Bad sleep can come about because of tilt and negative emotions surrounding poker. I help one of you get to sleep better at night and work on your tilt issues.
In case you missed it, in episode 9 I talked about how volume sessions are important, how to increase the volume you play and I give you great strategies into how to get the most from each volume session.
Q&A – Bad Sleep & Tilt | Podcast #10
Today I answered LTU Maximus’ question sent in via email:
It’s me again, I have few mental issues at the moment :
After longer sessions (during the weekends), I mean 4 hours play at least at evening 20:00 – 24:00, i am really struggling with the sleep. I am dreaming poker, cards, situations and etc all night and my sleep is so bad and it’s really keeps me tired in the morning. It doesn’t matter I have good or bad sessions, might be worse after bad sessions. Any suggestion to clear my mind before sleep and get better sleep? 🙂
Another problems is about Tilt, if I’m loosing big pots no matter against donk with good hand and if I’m ahead, or against very tight NIT and with premium hands, I am starting damn chatting in the chat box. But it happening for 3-5 min after lost… And the worse happening i start feeling bad why I wrote like that and etc…
My main problem and I’m working on it now is to learn how to fold AA, KK, QQ or AK after flop against good tight players or nit… when they reraise me after flop or Turn, it’s big leak and I know that in that level 10 NL nearly nobody is bluffing just few really few players capable to do that and including me 🙂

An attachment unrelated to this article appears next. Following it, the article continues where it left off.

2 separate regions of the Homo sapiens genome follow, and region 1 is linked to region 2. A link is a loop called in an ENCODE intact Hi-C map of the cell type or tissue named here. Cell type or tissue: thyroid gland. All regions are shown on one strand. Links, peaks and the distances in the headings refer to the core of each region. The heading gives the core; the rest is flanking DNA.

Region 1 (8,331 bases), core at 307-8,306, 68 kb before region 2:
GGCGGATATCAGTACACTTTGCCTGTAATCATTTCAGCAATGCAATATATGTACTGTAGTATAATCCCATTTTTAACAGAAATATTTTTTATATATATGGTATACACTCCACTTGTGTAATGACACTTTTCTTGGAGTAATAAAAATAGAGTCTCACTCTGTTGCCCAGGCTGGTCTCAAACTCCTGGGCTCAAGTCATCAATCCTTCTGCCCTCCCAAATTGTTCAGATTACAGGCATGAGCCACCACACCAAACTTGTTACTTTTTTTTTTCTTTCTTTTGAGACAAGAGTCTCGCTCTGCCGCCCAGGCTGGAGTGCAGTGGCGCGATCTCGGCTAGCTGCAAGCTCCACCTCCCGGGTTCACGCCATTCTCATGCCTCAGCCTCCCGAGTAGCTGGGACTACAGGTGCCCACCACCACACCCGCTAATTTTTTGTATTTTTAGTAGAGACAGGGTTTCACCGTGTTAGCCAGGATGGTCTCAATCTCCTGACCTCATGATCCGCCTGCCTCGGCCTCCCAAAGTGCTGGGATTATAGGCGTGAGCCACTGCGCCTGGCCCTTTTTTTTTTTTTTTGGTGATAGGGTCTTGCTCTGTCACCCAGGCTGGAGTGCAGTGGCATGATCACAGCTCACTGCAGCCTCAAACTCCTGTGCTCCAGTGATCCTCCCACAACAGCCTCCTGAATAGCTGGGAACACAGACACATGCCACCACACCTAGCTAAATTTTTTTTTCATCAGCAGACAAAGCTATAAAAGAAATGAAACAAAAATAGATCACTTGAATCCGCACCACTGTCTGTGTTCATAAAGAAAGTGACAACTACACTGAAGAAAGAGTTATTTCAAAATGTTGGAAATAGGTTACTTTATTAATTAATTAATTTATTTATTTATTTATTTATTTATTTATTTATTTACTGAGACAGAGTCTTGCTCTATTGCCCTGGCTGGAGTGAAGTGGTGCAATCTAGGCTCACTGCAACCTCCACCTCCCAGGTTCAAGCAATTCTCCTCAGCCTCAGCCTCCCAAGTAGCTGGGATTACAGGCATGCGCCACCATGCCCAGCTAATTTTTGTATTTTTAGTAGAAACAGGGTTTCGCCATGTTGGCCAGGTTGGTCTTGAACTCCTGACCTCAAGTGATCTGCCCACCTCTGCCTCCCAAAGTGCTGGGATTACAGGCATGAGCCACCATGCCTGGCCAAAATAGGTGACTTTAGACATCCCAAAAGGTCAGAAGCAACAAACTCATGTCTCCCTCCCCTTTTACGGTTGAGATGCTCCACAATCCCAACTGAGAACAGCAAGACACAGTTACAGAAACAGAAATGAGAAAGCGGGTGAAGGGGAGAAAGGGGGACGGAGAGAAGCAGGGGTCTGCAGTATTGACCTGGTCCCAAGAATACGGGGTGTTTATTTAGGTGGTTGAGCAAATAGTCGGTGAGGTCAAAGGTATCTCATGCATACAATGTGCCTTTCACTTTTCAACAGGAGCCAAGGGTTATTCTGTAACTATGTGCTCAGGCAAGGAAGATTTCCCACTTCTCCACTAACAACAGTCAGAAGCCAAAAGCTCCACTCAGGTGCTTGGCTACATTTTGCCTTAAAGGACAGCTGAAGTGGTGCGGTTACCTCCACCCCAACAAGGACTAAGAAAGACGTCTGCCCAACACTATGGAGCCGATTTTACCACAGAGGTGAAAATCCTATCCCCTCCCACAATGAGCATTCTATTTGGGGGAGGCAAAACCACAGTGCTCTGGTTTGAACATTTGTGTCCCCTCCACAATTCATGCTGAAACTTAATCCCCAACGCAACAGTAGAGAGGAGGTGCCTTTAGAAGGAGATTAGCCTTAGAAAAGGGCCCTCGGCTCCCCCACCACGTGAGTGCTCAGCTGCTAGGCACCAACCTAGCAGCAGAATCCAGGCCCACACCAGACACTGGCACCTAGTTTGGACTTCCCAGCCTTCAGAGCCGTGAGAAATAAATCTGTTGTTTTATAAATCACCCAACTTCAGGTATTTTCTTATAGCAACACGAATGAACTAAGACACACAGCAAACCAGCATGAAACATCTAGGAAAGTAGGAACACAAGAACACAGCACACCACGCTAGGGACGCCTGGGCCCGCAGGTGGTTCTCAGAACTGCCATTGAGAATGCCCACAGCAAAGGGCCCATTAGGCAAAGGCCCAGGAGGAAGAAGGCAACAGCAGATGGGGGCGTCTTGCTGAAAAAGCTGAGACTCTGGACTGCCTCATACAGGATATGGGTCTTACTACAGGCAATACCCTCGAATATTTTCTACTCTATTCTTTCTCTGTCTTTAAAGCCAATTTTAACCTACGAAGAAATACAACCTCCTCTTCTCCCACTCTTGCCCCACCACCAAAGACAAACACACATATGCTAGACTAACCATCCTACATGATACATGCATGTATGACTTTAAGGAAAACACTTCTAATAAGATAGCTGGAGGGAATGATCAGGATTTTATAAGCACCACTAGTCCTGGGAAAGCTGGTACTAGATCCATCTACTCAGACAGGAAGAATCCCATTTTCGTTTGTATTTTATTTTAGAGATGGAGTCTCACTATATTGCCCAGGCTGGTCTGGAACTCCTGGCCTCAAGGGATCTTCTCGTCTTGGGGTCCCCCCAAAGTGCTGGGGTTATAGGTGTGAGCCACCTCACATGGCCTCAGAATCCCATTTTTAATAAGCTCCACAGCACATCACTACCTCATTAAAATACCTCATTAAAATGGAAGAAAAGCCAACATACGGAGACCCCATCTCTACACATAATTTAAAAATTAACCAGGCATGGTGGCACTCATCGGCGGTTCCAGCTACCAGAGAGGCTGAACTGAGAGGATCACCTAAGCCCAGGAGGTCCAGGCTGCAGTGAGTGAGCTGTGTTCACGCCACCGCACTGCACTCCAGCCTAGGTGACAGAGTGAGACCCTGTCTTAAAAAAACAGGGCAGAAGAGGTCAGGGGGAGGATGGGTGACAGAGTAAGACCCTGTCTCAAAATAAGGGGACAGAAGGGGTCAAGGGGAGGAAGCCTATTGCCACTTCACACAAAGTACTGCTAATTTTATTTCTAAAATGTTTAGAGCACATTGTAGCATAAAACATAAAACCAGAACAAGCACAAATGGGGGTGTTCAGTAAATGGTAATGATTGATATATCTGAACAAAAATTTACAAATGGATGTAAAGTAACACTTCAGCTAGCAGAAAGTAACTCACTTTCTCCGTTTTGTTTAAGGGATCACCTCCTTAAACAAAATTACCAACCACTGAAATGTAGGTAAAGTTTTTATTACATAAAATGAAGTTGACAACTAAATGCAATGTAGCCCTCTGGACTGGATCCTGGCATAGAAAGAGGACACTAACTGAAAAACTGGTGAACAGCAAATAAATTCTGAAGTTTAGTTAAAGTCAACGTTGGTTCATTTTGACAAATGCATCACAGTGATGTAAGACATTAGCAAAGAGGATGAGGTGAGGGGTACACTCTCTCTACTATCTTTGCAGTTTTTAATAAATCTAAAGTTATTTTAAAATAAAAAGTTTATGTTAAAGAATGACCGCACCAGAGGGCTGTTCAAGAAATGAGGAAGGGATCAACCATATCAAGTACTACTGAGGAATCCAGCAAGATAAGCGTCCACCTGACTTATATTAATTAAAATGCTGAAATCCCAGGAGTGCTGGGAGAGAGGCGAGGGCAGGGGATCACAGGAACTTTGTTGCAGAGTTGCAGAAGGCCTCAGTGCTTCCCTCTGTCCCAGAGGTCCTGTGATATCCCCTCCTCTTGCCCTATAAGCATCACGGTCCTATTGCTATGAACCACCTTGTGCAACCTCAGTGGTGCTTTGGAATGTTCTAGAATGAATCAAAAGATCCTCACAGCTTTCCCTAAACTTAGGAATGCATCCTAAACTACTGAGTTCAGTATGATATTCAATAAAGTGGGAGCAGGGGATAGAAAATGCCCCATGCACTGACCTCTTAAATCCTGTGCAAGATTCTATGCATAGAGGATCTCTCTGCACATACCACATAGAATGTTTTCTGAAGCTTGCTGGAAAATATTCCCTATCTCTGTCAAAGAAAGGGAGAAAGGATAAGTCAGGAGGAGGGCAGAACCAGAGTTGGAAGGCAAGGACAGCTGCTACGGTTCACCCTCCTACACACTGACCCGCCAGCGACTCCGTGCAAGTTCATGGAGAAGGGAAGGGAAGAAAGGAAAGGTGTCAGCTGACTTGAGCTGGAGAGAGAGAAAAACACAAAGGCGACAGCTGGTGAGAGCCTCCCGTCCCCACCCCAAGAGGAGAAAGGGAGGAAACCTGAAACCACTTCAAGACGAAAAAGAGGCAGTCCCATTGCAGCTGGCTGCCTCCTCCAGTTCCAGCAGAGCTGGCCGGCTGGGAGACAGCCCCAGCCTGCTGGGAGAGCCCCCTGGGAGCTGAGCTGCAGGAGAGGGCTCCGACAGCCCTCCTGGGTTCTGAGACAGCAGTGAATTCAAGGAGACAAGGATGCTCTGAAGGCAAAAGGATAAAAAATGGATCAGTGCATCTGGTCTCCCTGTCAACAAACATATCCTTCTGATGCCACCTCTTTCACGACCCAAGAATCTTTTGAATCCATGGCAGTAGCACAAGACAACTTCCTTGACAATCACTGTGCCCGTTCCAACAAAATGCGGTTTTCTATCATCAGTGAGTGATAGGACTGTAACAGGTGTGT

Thanks again Sky!
P.S. trying to catch up your podcasts, just listened first two.
Thanks LTU Maximus for the email and the great questions.
1. Terrible sleep after poker, regardless +/- session
You need to clear your mind before you go to bed. End sessions by 11:00 to 11:15. Read a book, watch tv, fold laundry and do something non-poker related. A lack of sleep can lead to mental fatigue, which can lead to poor decision making and going on tilt quicker/more often.
Also, don’t end your session with review. When you leave the tables, LEAVE THE TABLES.
You also need to take breaks every hour or so while you play. Dedicated concentration for too long at a stretch can hurt your brain.
2. Tilting and chatting about it (assuming Maximus is berating the opp)
Read Jared Tendler’s book ‘The Mental Game of Poker’ and dive into your tilt issues. I think you suffer from Entitlement Tilt (I do as well although I’m working to get past it). This is when you feel like you deserve to win and you were robbed when you lose.
When you find yourself with a strong hand, don’t think “Yeah, I’m gonna win his stack.” You should have thoughts like, “How am I going to play this on the flop/turn/river to extract value” and keep paying attention to the action in the hand. Often you’ll find you can throw away AA on the turn or river if you’re thinking clearly through the hand and determining the likely strength of your opponent.
NEVER CHAT!!! I can’t stress this enough. Don’t let him know he made a mistake or that you’re on tilt. “Don’t tap the tank” totally applies.
3. Can’t lay down good starting hands post flop
Don’t get married to hands. Use those player type tendencies, along with relevant stats and the action in the hand to determine if you’re beat or not.
Do hand history reviews on big pp’s that you lost lots of money with. Look for commonalities in each hand. What is it that you’re missing that’s causing you to make the mistake of not folding when it’s obvious you’re beat.
Get out of the “I always lose with Aces or Kings” mentality if you’ve got that.
A great general rule of poker is, “Attack weakness, avoid strength.” Don’t ignore what your opp’s are telling you with their checks, calls, bets and raises.
Here’s my challenge to you for this episode: If you find yourself in any negative mindset over situations in poker like a “My AA always gets cracked” mentality, study this mindset in your next study session. Find ways to dispel it like going through your database and finding the truth, asking your poker buds about it, or finding an article or podcast that covers it and do some digging. Chances are you aren’t the first to have this, and there’s a way for you to fix it.